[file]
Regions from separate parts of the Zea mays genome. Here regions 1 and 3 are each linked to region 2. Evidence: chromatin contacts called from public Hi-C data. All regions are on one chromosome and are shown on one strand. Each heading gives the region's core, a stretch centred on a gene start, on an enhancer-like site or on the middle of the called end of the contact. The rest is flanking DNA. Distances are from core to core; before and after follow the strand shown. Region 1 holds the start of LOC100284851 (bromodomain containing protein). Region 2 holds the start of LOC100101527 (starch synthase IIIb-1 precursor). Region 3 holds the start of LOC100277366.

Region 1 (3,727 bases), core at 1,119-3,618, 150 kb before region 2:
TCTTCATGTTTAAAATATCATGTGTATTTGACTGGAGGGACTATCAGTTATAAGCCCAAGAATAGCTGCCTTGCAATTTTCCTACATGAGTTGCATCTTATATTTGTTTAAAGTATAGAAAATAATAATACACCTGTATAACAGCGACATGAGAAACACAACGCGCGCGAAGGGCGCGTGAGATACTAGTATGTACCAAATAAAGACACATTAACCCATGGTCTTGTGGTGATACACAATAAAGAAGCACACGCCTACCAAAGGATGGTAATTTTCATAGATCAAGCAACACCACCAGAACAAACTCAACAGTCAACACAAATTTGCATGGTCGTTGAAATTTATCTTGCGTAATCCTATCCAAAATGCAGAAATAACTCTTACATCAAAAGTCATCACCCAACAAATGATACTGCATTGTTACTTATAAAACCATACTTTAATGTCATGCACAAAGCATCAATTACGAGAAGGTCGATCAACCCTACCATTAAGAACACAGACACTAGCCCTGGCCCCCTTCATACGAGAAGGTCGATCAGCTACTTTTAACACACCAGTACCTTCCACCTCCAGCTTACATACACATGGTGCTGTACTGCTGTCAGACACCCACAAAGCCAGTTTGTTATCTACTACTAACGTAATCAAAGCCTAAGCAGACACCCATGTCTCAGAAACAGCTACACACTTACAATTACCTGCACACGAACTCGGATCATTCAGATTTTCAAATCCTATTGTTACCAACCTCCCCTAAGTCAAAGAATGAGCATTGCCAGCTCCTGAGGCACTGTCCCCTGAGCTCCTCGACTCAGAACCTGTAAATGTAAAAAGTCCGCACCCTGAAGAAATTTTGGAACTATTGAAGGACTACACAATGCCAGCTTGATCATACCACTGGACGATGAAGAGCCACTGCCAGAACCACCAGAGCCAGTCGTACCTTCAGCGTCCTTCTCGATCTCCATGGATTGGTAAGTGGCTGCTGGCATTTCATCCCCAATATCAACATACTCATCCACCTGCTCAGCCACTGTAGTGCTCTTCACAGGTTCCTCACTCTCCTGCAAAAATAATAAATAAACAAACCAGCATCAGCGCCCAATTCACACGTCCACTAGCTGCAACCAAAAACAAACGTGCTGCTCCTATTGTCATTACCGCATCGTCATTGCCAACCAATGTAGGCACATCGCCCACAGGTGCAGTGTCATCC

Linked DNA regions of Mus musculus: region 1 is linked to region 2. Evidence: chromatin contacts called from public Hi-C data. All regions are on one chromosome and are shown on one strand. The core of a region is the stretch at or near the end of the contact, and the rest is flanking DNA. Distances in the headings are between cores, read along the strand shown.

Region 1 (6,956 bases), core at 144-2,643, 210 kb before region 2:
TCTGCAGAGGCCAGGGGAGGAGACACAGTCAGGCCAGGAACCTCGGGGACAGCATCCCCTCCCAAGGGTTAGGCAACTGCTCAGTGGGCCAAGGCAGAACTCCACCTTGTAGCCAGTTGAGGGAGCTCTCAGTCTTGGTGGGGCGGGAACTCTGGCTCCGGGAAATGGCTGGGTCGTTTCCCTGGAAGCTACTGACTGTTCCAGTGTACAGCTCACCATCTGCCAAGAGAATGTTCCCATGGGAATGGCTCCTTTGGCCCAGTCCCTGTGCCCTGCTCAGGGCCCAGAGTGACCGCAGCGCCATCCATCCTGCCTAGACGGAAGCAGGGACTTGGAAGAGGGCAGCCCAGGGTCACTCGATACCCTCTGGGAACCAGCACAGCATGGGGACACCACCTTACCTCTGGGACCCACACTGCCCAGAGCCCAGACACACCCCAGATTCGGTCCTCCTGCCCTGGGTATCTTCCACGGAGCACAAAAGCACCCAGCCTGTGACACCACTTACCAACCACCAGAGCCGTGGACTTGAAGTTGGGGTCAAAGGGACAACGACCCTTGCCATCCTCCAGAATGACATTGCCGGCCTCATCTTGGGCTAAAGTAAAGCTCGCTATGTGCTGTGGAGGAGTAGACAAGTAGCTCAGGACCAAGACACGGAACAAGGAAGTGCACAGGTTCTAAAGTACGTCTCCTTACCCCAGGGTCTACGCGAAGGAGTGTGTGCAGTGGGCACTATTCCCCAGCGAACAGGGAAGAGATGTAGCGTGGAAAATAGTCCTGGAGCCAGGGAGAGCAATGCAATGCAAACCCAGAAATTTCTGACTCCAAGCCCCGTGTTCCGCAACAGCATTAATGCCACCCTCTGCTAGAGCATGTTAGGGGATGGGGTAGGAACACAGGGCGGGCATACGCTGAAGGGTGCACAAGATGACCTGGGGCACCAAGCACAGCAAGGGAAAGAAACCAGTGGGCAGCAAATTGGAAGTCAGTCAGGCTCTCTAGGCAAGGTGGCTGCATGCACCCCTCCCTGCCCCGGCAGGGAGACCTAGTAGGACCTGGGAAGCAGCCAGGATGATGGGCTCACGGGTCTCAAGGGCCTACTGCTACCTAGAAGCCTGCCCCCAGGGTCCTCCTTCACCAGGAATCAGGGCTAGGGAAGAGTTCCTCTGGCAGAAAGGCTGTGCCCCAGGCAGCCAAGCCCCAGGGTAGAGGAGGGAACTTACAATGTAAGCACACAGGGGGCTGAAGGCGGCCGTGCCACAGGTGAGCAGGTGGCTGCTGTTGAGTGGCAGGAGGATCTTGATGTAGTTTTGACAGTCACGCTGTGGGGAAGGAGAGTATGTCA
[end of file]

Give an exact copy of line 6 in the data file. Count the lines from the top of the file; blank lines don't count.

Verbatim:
TCTGCAGAGGCCAGGGGAGGAGACACAGTCAGGCCAGGAACCTCGGGGACAGCATCCCCTCCCAAGGGTTAGGCAACTGCTCAGTGGGCCAAGGCAGAACTCCACCTTGTAGCCAGTTGAGGGAGCTCTCAGTCTTGGTGGGGCGGGAACTCTGGCTCCGGGAAATGGCTGGGTCGTTTCCCTGGAAGCTACTGACTGTTCCAGTGTACAGCTCACCATCTGCCAAGAGAATGTTCCCATGGGAATGGCTCCTTTGGCCCAGTCCCTGTGCCCTGCTCAGGGCCCAGAGTGACCGCAGCGCCATCCATCCTGCCTAGACGGAAGCAGGGACTTGGAAGAGGGCAGCCCAGGGTCACTCGATACCCTCTGGGAACCAGCACAGCATGGGGACACCACCTTACCTCTGGGACCCACACTGCCCAGAGCCCAGACACACCCCAGATTCGGTCCTCCTGCCCTGGGTATCTTCCACGGAGCACAAAAGCACCCAGCCTGTGACACCACTTACCAACCACCAGAGCCGTGGACTTGAAGTTGGGGTCAAAGGGACAACGACCCTTGCCATCCTCCAGAATGACATTGCCGGCCTCATCTTGGGCTAAAGTAAAGCTCGCTATGTGCTGTGGAGGAGTAGACAAGTAGCTCAGGACCAAGACACGGAACAAGGAAGTGCACAGGTTCTAAAGTACGTCTCCTTACCCCAGGGTCTACGCGAAGGAGTGTGTGCAGTGGGCACTATTCCCCAGCGAACAGGGAAGAGATGTAGCGTGGAAAATAGTCCTGGAGCCAGGGAGAGCAATGCAATGCAAACCCAGAAATTTCTGACTCCAAGCCCCGTGTTCCGCAACAGCATTAATGCCACCCTCTGCTAGAGCATGTTAGGGGATGGGGTAGGAACACAGGGCGGGCATACGCTGAAGGGTGCACAAGATGACCTGGGGCACCAAGCACAGCAAGGGAAAGAAACCAGTGGGCAGCAAATTGGAAGTCAGTCAGGCTCTCTAGGCAAGGTGGCTGCATGCACCCCTCCCTGCCCCGGCAGGGAGACCTAGTAGGACCTGGGAAGCAGCCAGGATGATGGGCTCACGGGTCTCAAGGGCCTACTGCTACCTAGAAGCCTGCCCCCAGGGTCCTCCTTCACCAGGAATCAGGGCTAGGGAAGAGTTCCTCTGGCAGAAAGGCTGTGCCCCAGGCAGCCAAGCCCCAGGGTAGAGGAGGGAACTTACAATGTAAGCACACAGGGGGCTGAAGGCGGCCGTGCCACAGGTGAGCAGGTGGCTGCTGTTGAGTGGCAGGAGGATCTTGATGTAGTTTTGACAGTCACGCTGTGGGGAAGGAGAGTATGTCA